In Paris, they also witnessed new evolving avant-garde movements in Europe. In 1925, Tobey met a writer and collector of European art, Gertrude Stein who was the center of art and culture among the expatriates in Paris. In 1927, Noguchi made himself a disciple to Constantin Brancusi, the father of modern sculpture.
Noguchi recollected his teacher’s studio: “My memory of Brancusi is always of whiteness and of his bright and smiling eyes. Pure abstract left me cold. [It was] direct contact of man and matter. There was this unity throughout.”
The two artists also shared their closeness to other arts such as literature and theater. Tobey was interested in music and poetry. Noguchi’s father was the famous poet, Yone Noguchi, who knew the circle of younger poets of the time. In 1926, Isamu made a mask for the dancer Michio Ito to perform in a Noh play originally written by William Butler Yeats. Yeats made the acquaintance of the elder Noguchi when he lectured on Noh in London. It would mark the sculptor’s first work for theatre.
During the 19th century, the West cherished the glorious past of civilizations in Asia, which they colonized. Several years after Noguchi visited China and Japan, Tobey visited his old friend, Teng, in Shanghai and continued his journey to Japan in 1934.
It is a well-known story that Tobey practiced brush movement at a Zen temple in Kyoto where he stayed for about a month. It is interesting to note that both Noguchi and Tobey did not actively try to incorporate the Asian brushstroke into their mature works though Tobey made numerous untrained splash ink drawings in the winter of 1957. For Noguchi, who at that time struggled to grow out of the phenomenal influence of Brancusi, it seems, this was one way to search for an identity while expanding that with global experiences that went beyond the narrow identity of a certain culture.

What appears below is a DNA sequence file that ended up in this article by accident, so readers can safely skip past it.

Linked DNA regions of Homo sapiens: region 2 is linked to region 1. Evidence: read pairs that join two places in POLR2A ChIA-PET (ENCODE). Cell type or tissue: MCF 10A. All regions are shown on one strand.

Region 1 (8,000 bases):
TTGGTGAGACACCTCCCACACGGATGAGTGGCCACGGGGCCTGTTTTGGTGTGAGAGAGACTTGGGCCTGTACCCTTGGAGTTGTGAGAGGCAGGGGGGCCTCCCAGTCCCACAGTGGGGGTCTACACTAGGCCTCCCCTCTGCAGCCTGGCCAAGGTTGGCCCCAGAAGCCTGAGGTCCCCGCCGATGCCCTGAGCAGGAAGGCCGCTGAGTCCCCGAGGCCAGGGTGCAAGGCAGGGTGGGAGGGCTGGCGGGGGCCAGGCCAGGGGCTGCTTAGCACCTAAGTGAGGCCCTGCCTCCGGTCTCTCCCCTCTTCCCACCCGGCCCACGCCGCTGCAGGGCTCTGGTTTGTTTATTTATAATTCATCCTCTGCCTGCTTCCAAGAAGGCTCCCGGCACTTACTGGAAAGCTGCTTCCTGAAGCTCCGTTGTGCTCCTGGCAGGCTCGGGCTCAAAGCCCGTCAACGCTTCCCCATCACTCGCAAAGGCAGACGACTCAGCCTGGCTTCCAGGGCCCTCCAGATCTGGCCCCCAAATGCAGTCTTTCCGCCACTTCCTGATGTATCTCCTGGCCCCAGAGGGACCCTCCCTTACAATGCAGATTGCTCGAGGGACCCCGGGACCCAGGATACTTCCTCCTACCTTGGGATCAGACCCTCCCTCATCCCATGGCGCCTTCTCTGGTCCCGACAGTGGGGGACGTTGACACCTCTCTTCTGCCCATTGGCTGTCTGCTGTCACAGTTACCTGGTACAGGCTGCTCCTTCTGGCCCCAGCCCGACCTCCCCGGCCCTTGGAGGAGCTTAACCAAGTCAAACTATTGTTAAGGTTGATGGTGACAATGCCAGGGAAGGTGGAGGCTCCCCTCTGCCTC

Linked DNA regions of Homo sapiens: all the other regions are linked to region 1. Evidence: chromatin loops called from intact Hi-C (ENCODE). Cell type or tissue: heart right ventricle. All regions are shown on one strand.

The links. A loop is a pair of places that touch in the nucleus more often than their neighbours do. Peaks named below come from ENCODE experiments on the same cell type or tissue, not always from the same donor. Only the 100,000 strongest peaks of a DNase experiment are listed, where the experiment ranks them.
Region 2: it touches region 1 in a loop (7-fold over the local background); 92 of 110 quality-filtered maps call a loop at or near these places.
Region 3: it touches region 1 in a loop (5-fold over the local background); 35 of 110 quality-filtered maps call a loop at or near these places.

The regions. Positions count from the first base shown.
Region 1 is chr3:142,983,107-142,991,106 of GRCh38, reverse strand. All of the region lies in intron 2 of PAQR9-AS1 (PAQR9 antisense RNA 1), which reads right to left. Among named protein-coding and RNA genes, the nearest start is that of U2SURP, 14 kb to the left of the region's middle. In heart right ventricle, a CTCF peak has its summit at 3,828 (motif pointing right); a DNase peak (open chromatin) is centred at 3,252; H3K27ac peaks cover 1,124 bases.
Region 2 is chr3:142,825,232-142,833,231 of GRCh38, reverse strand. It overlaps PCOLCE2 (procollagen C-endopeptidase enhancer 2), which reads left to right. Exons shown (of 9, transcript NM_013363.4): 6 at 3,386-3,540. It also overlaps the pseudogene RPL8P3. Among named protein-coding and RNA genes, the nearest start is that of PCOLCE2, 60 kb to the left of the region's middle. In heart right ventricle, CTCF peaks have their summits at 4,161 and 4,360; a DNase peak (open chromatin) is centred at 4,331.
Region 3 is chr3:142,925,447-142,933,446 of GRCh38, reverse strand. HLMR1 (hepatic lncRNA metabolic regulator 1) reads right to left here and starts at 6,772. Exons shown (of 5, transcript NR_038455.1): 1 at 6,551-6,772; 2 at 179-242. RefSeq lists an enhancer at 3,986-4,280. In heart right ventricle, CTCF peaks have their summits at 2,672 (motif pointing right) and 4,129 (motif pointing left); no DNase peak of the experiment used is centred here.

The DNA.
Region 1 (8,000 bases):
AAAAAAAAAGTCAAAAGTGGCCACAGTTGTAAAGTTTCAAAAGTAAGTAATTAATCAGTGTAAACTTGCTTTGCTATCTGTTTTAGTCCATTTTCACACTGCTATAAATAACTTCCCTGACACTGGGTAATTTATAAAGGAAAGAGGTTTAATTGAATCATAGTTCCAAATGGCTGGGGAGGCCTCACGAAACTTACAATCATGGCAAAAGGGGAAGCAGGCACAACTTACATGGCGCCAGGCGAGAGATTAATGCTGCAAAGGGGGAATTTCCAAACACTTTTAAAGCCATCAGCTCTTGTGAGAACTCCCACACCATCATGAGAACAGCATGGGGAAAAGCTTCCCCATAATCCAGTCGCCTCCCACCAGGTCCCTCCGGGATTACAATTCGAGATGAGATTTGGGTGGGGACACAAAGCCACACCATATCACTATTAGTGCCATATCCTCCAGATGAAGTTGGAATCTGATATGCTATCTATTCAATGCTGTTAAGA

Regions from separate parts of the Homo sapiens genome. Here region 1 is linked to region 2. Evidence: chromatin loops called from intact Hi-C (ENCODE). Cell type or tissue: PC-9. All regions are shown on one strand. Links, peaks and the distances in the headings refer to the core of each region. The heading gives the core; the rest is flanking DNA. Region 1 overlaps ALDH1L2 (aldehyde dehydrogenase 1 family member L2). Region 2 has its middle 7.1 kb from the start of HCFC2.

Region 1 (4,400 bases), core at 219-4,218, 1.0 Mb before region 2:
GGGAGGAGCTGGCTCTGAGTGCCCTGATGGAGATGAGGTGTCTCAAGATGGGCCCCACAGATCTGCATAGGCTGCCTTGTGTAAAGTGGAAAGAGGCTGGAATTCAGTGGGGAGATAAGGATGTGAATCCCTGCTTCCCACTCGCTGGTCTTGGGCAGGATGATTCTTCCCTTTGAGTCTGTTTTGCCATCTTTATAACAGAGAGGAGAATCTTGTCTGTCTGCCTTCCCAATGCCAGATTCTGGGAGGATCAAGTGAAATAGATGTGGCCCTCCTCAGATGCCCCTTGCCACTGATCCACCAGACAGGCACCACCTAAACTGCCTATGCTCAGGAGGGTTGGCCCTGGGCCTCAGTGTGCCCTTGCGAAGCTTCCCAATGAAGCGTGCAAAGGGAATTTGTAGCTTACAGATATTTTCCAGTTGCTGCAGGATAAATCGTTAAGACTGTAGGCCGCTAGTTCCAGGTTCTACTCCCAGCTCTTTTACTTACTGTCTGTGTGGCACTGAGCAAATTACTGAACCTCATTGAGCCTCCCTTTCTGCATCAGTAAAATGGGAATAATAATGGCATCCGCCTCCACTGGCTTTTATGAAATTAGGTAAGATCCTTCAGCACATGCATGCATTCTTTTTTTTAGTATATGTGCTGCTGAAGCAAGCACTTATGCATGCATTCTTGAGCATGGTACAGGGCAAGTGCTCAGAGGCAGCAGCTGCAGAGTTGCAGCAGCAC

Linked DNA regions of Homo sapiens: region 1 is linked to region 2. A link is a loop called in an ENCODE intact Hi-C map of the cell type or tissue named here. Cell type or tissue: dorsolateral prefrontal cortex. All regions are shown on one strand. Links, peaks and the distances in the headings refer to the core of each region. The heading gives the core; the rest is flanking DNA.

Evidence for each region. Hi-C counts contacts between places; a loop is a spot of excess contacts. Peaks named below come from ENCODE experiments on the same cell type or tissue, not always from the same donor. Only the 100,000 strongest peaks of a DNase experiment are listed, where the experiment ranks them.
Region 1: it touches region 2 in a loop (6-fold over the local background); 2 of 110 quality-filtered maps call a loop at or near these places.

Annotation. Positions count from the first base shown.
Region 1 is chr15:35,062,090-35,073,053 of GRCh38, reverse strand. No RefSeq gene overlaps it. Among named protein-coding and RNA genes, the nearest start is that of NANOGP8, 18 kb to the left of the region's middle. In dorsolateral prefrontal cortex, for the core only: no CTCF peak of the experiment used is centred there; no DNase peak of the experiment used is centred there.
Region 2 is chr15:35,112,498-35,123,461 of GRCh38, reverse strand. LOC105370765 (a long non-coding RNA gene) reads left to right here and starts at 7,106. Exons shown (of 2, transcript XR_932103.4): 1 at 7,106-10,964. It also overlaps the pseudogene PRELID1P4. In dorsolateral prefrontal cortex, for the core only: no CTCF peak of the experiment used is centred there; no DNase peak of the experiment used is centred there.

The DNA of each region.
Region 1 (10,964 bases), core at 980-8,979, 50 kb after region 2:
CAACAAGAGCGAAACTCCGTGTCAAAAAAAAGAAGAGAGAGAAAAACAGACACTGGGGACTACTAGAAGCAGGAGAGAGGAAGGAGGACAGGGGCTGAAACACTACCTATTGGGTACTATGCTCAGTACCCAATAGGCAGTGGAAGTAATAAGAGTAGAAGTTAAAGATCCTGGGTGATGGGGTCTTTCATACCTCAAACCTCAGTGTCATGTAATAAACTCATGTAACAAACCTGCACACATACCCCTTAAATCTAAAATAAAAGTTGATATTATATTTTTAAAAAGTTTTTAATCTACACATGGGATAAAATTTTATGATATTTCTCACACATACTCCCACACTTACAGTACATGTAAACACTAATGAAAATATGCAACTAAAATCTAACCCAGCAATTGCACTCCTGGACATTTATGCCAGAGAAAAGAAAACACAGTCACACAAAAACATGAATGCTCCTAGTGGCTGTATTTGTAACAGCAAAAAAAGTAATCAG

Buckminster Fuller described Noguchi as “a founding member of an omni-crossbred world society.” And for Tobey, who converted to the Bah’ai faith in 1918 to seek a universality of mankind, it was a tool to free his inner expression in order to reach out and communicate with humanity. Looking at abstract paintings by Tobey and traditional brush painting by Teng, one feels how two old friends rejoiced in finding each other again after so many years pursuing different paths. For Noguchi, the playfulness of Qi Baishi may have loosened him up enough to shed some warmer light onto the dark closet of his own past.
Admission to the Frye Art Museum is free. It is located at 704 Terry Avenue on First Hill in Seattle. For more information, call (206) 622-9250 or visit fryemuseum.org. “Leonie,” a film about Isamu Noguchi’s mother and her experience in Japan by Hisako Matsui will screen on Sunday, April 13 at 2:00 p.m. There will be “Ink and Brush Painting Classes” by Lois Yoshida offered on April 27, May 4, 11, and 18 on Sundays from 10:00 a.m. to 4:00 p.m. Chinese poetry in translation is a reading by Red Pine offered on Thursday, May 22 with “The Mountain Poems of Stonehouse: A Celebration in Translation and Song” at 7:00 p.m. It features a musical performance by vocalist/composer Jessica Kenny with musicians Eyvind Kang and Jarrad Powell and is presented by the Museum, Copper Canyon Press and the Rose Theatre. There will be informal, discussion-based talks in the galleries during the exhibition. For exact times, go to fryemuseum.org. Both exhibitions close on Sunday, May 25 at 5:00 p.m.
Isamu Noguchi and Qi Baishi:
Mark Tobey and Teng Baiye:
Frye Art Museum
704 Terry Ave, Seattle, WA 98104
February 22 to May 25